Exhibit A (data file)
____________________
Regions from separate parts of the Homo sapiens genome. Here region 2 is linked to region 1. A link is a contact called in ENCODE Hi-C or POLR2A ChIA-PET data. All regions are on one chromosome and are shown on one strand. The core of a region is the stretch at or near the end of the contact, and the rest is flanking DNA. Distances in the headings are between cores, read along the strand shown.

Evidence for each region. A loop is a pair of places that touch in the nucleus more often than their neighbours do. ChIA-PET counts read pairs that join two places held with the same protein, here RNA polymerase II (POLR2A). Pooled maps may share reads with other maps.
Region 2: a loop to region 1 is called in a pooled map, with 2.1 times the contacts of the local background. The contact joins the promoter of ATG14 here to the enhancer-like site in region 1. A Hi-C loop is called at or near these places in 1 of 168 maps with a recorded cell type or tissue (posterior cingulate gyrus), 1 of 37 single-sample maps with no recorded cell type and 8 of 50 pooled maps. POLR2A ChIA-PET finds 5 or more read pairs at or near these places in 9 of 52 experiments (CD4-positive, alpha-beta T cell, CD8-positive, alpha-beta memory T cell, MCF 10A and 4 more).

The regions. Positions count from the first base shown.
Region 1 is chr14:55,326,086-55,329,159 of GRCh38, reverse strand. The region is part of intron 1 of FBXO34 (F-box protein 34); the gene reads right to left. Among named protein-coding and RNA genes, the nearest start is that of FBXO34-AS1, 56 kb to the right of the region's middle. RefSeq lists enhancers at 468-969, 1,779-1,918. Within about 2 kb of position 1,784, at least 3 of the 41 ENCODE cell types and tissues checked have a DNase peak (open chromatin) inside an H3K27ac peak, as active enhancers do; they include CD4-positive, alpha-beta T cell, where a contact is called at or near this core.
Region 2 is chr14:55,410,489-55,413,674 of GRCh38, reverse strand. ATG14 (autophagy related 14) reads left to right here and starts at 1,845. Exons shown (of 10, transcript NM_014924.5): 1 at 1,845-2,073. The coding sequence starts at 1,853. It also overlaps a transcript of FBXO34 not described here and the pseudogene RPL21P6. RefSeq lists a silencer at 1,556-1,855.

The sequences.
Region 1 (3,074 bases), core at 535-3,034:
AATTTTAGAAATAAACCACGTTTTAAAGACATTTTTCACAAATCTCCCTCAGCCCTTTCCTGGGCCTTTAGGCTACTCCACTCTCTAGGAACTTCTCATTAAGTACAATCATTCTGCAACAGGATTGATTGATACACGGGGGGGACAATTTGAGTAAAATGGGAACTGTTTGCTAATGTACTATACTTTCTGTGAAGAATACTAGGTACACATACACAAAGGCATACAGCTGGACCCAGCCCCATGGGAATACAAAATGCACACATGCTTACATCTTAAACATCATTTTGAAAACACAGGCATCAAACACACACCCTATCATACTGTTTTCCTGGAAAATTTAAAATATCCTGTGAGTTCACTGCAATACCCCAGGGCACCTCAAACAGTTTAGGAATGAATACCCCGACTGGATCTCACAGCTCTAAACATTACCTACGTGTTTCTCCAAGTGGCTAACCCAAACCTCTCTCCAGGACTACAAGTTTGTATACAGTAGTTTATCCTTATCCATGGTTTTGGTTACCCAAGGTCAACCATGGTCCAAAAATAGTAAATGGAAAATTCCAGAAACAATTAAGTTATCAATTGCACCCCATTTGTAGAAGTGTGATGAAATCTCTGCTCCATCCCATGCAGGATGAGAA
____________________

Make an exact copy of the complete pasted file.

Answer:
Regions from separate parts of the Homo sapiens genome. Here region 2 is linked to region 1. A link is a contact called in ENCODE Hi-C or POLR2A ChIA-PET data. All regions are on one chromosome and are shown on one strand. The core of a region is the stretch at or near the end of the contact, and the rest is flanking DNA. Distances in the headings are between cores, read along the strand shown.

Evidence for each region. A loop is a pair of places that touch in the nucleus more often than their neighbours do. ChIA-PET counts read pairs that join two places held with the same protein, here RNA polymerase II (POLR2A). Pooled maps may share reads with other maps.
Region 2: a loop to region 1 is called in a pooled map, with 2.1 times the contacts of the local background. The contact joins the promoter of ATG14 here to the enhancer-like site in region 1. A Hi-C loop is called at or near these places in 1 of 168 maps with a recorded cell type or tissue (posterior cingulate gyrus), 1 of 37 single-sample maps with no recorded cell type and 8 of 50 pooled maps. POLR2A ChIA-PET finds 5 or more read pairs at or near these places in 9 of 52 experiments (CD4-positive, alpha-beta T cell, CD8-positive, alpha-beta memory T cell, MCF 10A and 4 more).

The regions. Positions count from the first base shown.
Region 1 is chr14:55,326,086-55,329,159 of GRCh38, reverse strand. The region is part of intron 1 of FBXO34 (F-box protein 34); the gene reads right to left. Among named protein-coding and RNA genes, the nearest start is that of FBXO34-AS1, 56 kb to the right of the region's middle. RefSeq lists enhancers at 468-969, 1,779-1,918. Within about 2 kb of position 1,784, at least 3 of the 41 ENCODE cell types and tissues checked have a DNase peak (open chromatin) inside an H3K27ac peak, as active enhancers do; they include CD4-positive, alpha-beta T cell, where a contact is called at or near this core.
Region 2 is chr14:55,410,489-55,413,674 of GRCh38, reverse strand. ATG14 (autophagy related 14) reads left to right here and starts at 1,845. Exons shown (of 10, transcript NM_014924.5): 1 at 1,845-2,073. The coding sequence starts at 1,853. It also overlaps a transcript of FBXO34 not described here and the pseudogene RPL21P6. RefSeq lists a silencer at 1,556-1,855.

The sequences.
Region 1 (3,074 bases), core at 535-3,034:
AATTTTAGAAATAAACCACGTTTTAAAGACATTTTTCACAAATCTCCCTCAGCCCTTTCCTGGGCCTTTAGGCTACTCCACTCTCTAGGAACTTCTCATTAAGTACAATCATTCTGCAACAGGATTGATTGATACACGGGGGGGACAATTTGAGTAAAATGGGAACTGTTTGCTAATGTACTATACTTTCTGTGAAGAATACTAGGTACACATACACAAAGGCATACAGCTGGACCCAGCCCCATGGGAATACAAAATGCACACATGCTTACATCTTAAACATCATTTTGAAAACACAGGCATCAAACACACACCCTATCATACTGTTTTCCTGGAAAATTTAAAATATCCTGTGAGTTCACTGCAATACCCCAGGGCACCTCAAACAGTTTAGGAATGAATACCCCGACTGGATCTCACAGCTCTAAACATTACCTACGTGTTTCTCCAAGTGGCTAACCCAAACCTCTCTCCAGGACTACAAGTTTGTATACAGTAGTTTATCCTTATCCATGGTTTTGGTTACCCAAGGTCAACCATGGTCCAAAAATAGTAAATGGAAAATTCCAGAAACAATTAAGTTATCAATTGCACCCCATTTGTAGAAGTGTGATGAAATCTCTGCTCCATCCCATGCAGGATGAGAA